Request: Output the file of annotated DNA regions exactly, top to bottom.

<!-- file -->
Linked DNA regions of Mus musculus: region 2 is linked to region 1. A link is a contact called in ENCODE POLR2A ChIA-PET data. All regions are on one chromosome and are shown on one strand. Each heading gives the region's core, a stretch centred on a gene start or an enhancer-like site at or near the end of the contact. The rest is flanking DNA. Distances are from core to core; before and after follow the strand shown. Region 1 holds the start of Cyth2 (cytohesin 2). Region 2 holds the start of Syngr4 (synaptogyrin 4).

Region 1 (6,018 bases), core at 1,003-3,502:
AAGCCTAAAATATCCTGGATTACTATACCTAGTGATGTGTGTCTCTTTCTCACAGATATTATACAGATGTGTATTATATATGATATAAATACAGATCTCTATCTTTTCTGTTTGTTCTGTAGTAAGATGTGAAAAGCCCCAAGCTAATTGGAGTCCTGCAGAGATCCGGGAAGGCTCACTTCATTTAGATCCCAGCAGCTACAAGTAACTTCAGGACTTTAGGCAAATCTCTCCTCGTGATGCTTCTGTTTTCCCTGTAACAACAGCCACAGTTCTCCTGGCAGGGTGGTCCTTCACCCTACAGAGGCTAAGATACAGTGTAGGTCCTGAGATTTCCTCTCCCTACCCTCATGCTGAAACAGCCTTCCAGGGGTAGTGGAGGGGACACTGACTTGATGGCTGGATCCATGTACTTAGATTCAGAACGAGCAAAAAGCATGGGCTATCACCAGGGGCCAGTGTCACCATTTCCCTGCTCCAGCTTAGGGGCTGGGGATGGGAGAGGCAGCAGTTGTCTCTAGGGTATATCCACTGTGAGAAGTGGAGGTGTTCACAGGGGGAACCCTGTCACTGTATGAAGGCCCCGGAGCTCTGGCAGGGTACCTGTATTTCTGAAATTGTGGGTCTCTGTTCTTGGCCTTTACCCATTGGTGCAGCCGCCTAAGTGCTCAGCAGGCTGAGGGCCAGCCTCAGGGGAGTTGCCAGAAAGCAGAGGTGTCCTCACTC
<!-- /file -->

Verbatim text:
Linked DNA regions of Mus musculus: region 2 is linked to region 1. A link is a contact called in ENCODE POLR2A ChIA-PET data. All regions are on one chromosome and are shown on one strand. Each heading gives the region's core, a stretch centred on a gene start or an enhancer-like site at or near the end of the contact. The rest is flanking DNA. Distances are from core to core; before and after follow the strand shown. Region 1 holds the start of Cyth2 (cytohesin 2). Region 2 holds the start of Syngr4 (synaptogyrin 4).

Region 1 (6,018 bases), core at 1,003-3,502:
AAGCCTAAAATATCCTGGATTACTATACCTAGTGATGTGTGTCTCTTTCTCACAGATATTATACAGATGTGTATTATATATGATATAAATACAGATCTCTATCTTTTCTGTTTGTTCTGTAGTAAGATGTGAAAAGCCCCAAGCTAATTGGAGTCCTGCAGAGATCCGGGAAGGCTCACTTCATTTAGATCCCAGCAGCTACAAGTAACTTCAGGACTTTAGGCAAATCTCTCCTCGTGATGCTTCTGTTTTCCCTGTAACAACAGCCACAGTTCTCCTGGCAGGGTGGTCCTTCACCCTACAGAGGCTAAGATACAGTGTAGGTCCTGAGATTTCCTCTCCCTACCCTCATGCTGAAACAGCCTTCCAGGGGTAGTGGAGGGGACACTGACTTGATGGCTGGATCCATGTACTTAGATTCAGAACGAGCAAAAAGCATGGGCTATCACCAGGGGCCAGTGTCACCATTTCCCTGCTCCAGCTTAGGGGCTGGGGATGGGAGAGGCAGCAGTTGTCTCTAGGGTATATCCACTGTGAGAAGTGGAGGTGTTCACAGGGGGAACCCTGTCACTGTATGAAGGCCCCGGAGCTCTGGCAGGGTACCTGTATTTCTGAAATTGTGGGTCTCTGTTCTTGGCCTTTACCCATTGGTGCAGCCGCCTAAGTGCTCAGCAGGCTGAGGGCCAGCCTCAGGGGAGTTGCCAGAAAGCAGAGGTGTCCTCACTC